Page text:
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- Letter: Cody Cacciotti is the logical choice on Oct. 22
Great question, Sara. The More Love Letter team is probably your best bet for an answer, but I think the deadline is to make sure that the person who nominates the recipient has a one time project on their hands rather than a surprise part time job as the addresses can live online indefinitely.
People who receive the letters for the recipients have to gather, read and screen them to make sure the letters are in the spirit of the project the internet is weird like that and it takes some time. Your email address will not be published. Save my name, email, and website in this browser for the next time I comment.
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It's not you, it's your system! Enter your email address below to get the love back and ditch the overwhelm. Home About Blog Program Results. He is selfless and full of good heart for others, but Cody, in his positions, rarely gets a thank-you that his heart deserves. Image by Emily Poe Lately, Cody has been through a lot and has fallen a little lost.
A Modern Take on the Turn of the Century. May through a Lomo Lens. Comments This is absolutely beautiful, thank you so much for sharing. Cody has taught high school English for the past seven years. In addition to teaching, he has developed and lead professional development for teachers on a range of topics including LGBTQ-affirming pedagogies. Read his full bio below! Kate: And I'm Kate Roberts. And welcome to the podcast. If you've been listening to this series, you know that we like to start by thinking about why we are doing this podcast.
Maggie: I was thinking like one reason we are doing this podcast is, I remember an undergraduate, University of Illinois taking a new course offering in college, and it was a queer theory class, and I was so excited and energized, and pumped and the discussions were incredible. It was my senior year of Undergrad, I was about to go into the Chicago public schools and start teaching and I just took notebooks of notebooks of notes in that class and developed lifelong friendships.
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And then I walked into the classroom as a year-old teacher of eighth grade students, and there was only 12 students, Kate, I don't know if you know that. Maggie: There was like 12 students that I had my first year as a teacher, and I was lucky enough to have this out lesbian couple in my class. Maggie: Yes. And I had no idea how to support them besides smiling, and getting really like, happy with my face and hands-. Maggie: Thumbs up, like go for it, and I had all these pages of notes of things I could do and I couldn't make the translation into the classroom.
I feel like that's why I'm so excited to have our guest today.
Let's introduce Cody Miller. I want to say "Hi, Cody. Maggie: Cody, it's so nice to have you here on the podcast today. There's so much I want to know, like I want to start with the teaching tolerance award, I want to start with your work in the high school, but I feel like maybe we could begin our conversation, you know, for me, that moment as being a first year eighth grade teacher, that was a turning point for me I think as an educator.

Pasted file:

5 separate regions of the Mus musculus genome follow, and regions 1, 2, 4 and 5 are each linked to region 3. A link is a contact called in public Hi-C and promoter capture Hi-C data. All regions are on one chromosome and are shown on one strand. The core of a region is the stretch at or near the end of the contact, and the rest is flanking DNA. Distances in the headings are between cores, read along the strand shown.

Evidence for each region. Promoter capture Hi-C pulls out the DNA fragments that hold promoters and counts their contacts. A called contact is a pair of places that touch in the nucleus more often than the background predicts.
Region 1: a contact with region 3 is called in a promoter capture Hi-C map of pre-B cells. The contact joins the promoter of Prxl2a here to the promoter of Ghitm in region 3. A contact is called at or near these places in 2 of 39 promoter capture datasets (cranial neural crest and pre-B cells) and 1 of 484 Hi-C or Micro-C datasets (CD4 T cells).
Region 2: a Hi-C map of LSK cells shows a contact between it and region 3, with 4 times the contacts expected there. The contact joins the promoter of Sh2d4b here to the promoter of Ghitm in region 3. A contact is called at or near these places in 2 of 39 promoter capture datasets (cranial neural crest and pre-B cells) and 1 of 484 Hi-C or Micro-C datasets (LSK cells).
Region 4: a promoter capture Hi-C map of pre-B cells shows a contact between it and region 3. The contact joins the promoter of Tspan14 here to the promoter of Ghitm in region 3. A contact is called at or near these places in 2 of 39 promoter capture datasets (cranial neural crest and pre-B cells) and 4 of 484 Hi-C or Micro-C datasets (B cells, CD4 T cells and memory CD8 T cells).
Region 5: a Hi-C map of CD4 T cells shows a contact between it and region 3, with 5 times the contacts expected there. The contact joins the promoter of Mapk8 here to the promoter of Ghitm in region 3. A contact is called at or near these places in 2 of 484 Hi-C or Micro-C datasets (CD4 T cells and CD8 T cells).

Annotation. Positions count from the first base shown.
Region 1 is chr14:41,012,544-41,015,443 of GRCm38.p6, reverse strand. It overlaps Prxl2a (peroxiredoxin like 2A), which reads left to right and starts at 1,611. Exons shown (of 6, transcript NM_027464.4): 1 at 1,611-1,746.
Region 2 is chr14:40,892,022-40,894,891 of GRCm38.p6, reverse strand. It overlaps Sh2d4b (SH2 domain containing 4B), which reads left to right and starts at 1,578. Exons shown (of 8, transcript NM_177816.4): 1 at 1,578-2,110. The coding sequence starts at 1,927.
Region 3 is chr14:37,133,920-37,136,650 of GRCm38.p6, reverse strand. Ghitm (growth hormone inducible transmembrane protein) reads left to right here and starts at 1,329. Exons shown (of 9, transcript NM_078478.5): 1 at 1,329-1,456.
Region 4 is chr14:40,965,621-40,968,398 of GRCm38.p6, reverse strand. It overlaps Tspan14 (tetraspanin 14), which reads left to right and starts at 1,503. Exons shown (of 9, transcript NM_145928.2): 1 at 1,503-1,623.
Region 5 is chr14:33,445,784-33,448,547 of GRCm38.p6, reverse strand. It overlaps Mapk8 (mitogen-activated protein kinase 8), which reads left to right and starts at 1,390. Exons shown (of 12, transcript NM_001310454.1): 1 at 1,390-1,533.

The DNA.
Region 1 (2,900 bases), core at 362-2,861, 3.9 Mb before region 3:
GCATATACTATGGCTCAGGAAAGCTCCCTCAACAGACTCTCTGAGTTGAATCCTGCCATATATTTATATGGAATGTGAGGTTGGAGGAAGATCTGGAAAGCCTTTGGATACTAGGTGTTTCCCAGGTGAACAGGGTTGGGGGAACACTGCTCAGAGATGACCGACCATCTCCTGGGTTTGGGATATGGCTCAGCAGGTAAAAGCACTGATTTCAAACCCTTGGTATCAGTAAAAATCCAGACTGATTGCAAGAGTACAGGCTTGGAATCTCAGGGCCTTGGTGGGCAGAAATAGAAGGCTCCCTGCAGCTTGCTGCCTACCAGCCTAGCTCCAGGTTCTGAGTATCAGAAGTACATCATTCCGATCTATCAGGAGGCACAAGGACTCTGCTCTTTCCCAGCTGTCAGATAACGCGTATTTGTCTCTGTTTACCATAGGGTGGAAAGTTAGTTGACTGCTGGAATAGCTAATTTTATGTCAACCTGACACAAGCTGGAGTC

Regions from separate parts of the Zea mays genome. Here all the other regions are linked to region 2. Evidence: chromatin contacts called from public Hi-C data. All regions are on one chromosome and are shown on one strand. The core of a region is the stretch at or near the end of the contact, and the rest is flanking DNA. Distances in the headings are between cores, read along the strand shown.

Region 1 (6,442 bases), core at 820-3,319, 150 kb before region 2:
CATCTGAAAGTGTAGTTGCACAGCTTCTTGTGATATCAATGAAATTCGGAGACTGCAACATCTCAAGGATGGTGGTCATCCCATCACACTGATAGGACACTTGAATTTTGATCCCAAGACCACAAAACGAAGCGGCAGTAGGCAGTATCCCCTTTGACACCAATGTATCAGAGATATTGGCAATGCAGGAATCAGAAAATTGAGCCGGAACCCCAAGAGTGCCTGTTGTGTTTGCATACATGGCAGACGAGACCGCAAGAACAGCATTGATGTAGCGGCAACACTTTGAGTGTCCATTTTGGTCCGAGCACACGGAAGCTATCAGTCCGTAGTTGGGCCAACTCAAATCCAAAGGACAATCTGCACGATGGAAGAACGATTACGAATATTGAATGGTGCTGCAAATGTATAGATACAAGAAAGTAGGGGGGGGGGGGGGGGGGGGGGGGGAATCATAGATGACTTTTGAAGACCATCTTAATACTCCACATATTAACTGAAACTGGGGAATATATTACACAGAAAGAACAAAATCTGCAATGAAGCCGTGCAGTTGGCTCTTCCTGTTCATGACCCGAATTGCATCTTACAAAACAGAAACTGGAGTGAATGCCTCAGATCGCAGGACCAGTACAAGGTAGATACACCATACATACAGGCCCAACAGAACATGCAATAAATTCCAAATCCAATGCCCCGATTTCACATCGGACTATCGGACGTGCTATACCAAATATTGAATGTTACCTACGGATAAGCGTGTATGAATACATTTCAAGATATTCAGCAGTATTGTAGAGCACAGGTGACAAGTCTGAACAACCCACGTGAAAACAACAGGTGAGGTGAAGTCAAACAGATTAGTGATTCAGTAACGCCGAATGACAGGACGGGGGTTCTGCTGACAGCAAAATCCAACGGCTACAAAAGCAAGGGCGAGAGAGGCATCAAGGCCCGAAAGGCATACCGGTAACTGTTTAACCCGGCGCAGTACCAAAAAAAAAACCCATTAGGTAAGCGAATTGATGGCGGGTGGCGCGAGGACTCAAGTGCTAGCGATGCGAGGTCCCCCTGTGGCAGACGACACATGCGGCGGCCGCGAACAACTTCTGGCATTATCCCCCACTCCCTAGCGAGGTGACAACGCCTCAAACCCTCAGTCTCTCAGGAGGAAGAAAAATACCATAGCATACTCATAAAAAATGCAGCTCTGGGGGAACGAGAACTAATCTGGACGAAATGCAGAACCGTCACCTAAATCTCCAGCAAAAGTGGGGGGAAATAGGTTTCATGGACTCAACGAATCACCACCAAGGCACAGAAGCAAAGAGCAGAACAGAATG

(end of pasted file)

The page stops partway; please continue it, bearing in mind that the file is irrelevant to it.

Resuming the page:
I would just be curious if you had any critical moments like those that were turning points for you and to helping you become the educator that you are today. Cody: Yeah. So one moment that really stands out to me, and I think about this often actually, was in high school. I am from Florida, but I'm from north central Florida, which is both culturally and socially more akin to like southern Georgia and Alabama than it is kind of, you know, when people think of Florida, they think of like beaches and Disney, but not that part of Florida.
I was in high school, I'm a queer person, I was not out in high school and it was the height of the George W. Bush re-election campaign. And George W. Bush was campaigning on what was then called a federal marriage amendment, which would have defined marriage as between a man and a woman in the United States constitution. Obviously, it eventually failed shortly after he was re-elected, but I'll never forget that in my whole entire high school experience, the only time we ever, ever, ever brought up any issue remotely related to LGBTQ people was the fact that the federal marriage amendment was being campaigned on.
It wasn't necessarily a debate in class, it was just mentioned, and that was it. I too took some courses that focused on queer experiences in Undergrad, and I just often think about how, what that meant to me as a person, that the only time I ever heard five seconds of something related to LGBTQ people was around an issue in which a very powerful political figure was trying to do harm to LGBTQ people. I think about what that said about where LGBTQ people belong in curriculum, and then my own experiences that made me feel as though they didn't belong, right, or if they did, they're only going to be talked about as something debatable should this amendment pass or not.
That was very different from being in undergrad courses where you were reading queer experiences and talking about being queer. That's obviously a really privileged position, not everyone attends college. I just think that's truly a disservice to students, and it's also harmful. So that was my one experience. My second experience was last year at the end of my sixth year teaching for teacher appreciation week, one of my good friends who's a colleague had students write a letter to any teacher they had, just saying like, "Here's something you did that was important to me.
It does give me a sense of I'm not an optimist by nature, right, but it odes give me some kind of hope that students are Queer students are experiencing a different high school experience than I did. Kate: That phrase you said of like that any time people hear things about LGBTQ people, it's something debatable is so intense.